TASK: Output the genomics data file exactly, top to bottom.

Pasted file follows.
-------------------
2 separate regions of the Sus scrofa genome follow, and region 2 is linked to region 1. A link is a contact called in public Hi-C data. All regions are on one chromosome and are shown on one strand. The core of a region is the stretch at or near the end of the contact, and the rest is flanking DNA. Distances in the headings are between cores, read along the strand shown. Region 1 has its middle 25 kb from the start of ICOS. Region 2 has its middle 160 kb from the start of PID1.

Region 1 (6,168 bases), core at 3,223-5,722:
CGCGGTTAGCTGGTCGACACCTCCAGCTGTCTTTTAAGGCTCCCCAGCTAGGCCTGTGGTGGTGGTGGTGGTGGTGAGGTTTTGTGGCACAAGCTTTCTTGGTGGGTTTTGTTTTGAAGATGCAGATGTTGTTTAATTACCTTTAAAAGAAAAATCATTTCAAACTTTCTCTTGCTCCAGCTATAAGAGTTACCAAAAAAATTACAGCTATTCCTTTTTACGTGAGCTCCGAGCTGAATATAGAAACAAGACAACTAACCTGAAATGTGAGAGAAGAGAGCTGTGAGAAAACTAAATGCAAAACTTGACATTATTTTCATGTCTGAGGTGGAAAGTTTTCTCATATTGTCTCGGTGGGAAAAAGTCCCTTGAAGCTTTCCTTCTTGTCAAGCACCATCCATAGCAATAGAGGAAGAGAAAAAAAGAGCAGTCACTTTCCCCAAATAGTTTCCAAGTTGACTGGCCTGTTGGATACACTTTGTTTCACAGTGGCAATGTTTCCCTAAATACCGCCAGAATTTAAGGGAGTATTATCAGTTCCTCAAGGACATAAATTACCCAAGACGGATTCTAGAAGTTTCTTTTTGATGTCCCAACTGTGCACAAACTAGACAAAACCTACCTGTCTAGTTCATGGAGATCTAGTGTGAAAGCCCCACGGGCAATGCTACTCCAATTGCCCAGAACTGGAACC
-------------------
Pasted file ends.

2 separate regions of the Sus scrofa genome follow, and region 2 is linked to region 1. A link is a contact called in public Hi-C data. All regions are on one chromosome and are shown on one strand. The core of a region is the stretch at or near the end of the contact, and the rest is flanking DNA. Distances in the headings are between cores, read along the strand shown. Region 1 has its middle 25 kb from the start of ICOS. Region 2 has its middle 160 kb from the start of PID1.

Region 1 (6,168 bases), core at 3,223-5,722:
CGCGGTTAGCTGGTCGACACCTCCAGCTGTCTTTTAAGGCTCCCCAGCTAGGCCTGTGGTGGTGGTGGTGGTGGTGAGGTTTTGTGGCACAAGCTTTCTTGGTGGGTTTTGTTTTGAAGATGCAGATGTTGTTTAATTACCTTTAAAAGAAAAATCATTTCAAACTTTCTCTTGCTCCAGCTATAAGAGTTACCAAAAAAATTACAGCTATTCCTTTTTACGTGAGCTCCGAGCTGAATATAGAAACAAGACAACTAACCTGAAATGTGAGAGAAGAGAGCTGTGAGAAAACTAAATGCAAAACTTGACATTATTTTCATGTCTGAGGTGGAAAGTTTTCTCATATTGTCTCGGTGGGAAAAAGTCCCTTGAAGCTTTCCTTCTTGTCAAGCACCATCCATAGCAATAGAGGAAGAGAAAAAAAGAGCAGTCACTTTCCCCAAATAGTTTCCAAGTTGACTGGCCTGTTGGATACACTTTGTTTCACAGTGGCAATGTTTCCCTAAATACCGCCAGAATTTAAGGGAGTATTATCAGTTCCTCAAGGACATAAATTACCCAAGACGGATTCTAGAAGTTTCTTTTTGATGTCCCAACTGTGCACAAACTAGACAAAACCTACCTGTCTAGTTCATGGAGATCTAGTGTGAAAGCCCCACGGGCAATGCTACTCCAATTGCCCAGAACTGGAACC